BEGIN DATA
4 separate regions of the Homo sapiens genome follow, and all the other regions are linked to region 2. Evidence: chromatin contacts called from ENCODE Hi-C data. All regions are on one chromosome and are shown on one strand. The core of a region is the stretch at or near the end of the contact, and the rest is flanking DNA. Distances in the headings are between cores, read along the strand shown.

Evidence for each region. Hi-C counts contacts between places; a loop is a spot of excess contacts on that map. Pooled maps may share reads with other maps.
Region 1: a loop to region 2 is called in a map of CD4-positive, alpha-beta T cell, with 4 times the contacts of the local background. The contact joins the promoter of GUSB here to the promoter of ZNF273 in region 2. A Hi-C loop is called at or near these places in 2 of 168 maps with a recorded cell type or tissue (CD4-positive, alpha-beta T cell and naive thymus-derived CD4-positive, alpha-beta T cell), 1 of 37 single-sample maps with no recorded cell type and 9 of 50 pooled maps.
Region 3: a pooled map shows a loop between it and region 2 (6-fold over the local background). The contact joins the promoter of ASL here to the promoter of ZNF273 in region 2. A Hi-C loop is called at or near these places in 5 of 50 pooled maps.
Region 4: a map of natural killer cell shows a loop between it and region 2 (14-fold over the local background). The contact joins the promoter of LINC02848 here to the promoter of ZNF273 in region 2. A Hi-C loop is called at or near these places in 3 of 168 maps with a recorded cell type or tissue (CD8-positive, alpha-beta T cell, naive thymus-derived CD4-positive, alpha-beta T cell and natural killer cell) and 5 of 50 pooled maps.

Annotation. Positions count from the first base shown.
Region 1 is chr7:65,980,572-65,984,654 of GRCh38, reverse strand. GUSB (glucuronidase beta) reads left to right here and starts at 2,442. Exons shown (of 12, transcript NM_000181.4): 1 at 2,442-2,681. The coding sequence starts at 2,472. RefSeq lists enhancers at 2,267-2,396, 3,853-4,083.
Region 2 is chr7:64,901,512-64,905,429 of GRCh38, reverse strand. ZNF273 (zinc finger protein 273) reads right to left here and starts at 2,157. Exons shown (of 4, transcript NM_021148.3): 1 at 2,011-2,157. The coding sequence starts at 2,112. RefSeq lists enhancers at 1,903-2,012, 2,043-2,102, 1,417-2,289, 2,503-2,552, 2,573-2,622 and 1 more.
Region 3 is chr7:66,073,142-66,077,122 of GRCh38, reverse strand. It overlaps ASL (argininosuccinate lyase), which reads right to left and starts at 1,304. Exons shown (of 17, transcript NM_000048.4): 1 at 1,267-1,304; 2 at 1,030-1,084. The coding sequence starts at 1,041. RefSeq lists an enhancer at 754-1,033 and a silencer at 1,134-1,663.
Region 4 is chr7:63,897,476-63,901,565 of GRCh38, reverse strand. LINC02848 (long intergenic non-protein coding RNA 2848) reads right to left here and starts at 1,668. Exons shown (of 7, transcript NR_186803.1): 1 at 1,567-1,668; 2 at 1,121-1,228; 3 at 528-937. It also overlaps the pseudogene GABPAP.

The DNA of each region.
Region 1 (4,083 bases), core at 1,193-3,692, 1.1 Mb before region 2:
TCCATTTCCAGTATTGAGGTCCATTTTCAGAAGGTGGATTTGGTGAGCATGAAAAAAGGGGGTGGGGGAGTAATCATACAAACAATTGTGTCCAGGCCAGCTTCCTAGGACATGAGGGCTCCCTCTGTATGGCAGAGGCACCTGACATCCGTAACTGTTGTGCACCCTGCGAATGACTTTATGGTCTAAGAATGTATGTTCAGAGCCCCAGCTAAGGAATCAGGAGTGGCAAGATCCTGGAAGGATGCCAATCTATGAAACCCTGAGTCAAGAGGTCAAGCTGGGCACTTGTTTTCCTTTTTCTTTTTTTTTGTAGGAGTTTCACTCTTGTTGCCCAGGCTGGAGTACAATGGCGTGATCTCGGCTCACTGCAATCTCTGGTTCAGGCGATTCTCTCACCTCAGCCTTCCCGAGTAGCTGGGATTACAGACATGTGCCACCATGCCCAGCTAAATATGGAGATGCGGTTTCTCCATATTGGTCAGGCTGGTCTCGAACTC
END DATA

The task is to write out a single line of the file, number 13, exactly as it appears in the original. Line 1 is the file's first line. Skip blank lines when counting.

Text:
TCCATTTCCAGTATTGAGGTCCATTTTCAGAAGGTGGATTTGGTGAGCATGAAAAAAGGGGGTGGGGGAGTAATCATACAAACAATTGTGTCCAGGCCAGCTTCCTAGGACATGAGGGCTCCCTCTGTATGGCAGAGGCACCTGACATCCGTAACTGTTGTGCACCCTGCGAATGACTTTATGGTCTAAGAATGTATGTTCAGAGCCCCAGCTAAGGAATCAGGAGTGGCAAGATCCTGGAAGGATGCCAATCTATGAAACCCTGAGTCAAGAGGTCAAGCTGGGCACTTGTTTTCCTTTTTCTTTTTTTTTGTAGGAGTTTCACTCTTGTTGCCCAGGCTGGAGTACAATGGCGTGATCTCGGCTCACTGCAATCTCTGGTTCAGGCGATTCTCTCACCTCAGCCTTCCCGAGTAGCTGGGATTACAGACATGTGCCACCATGCCCAGCTAAATATGGAGATGCGGTTTCTCCATATTGGTCAGGCTGGTCTCGAACTC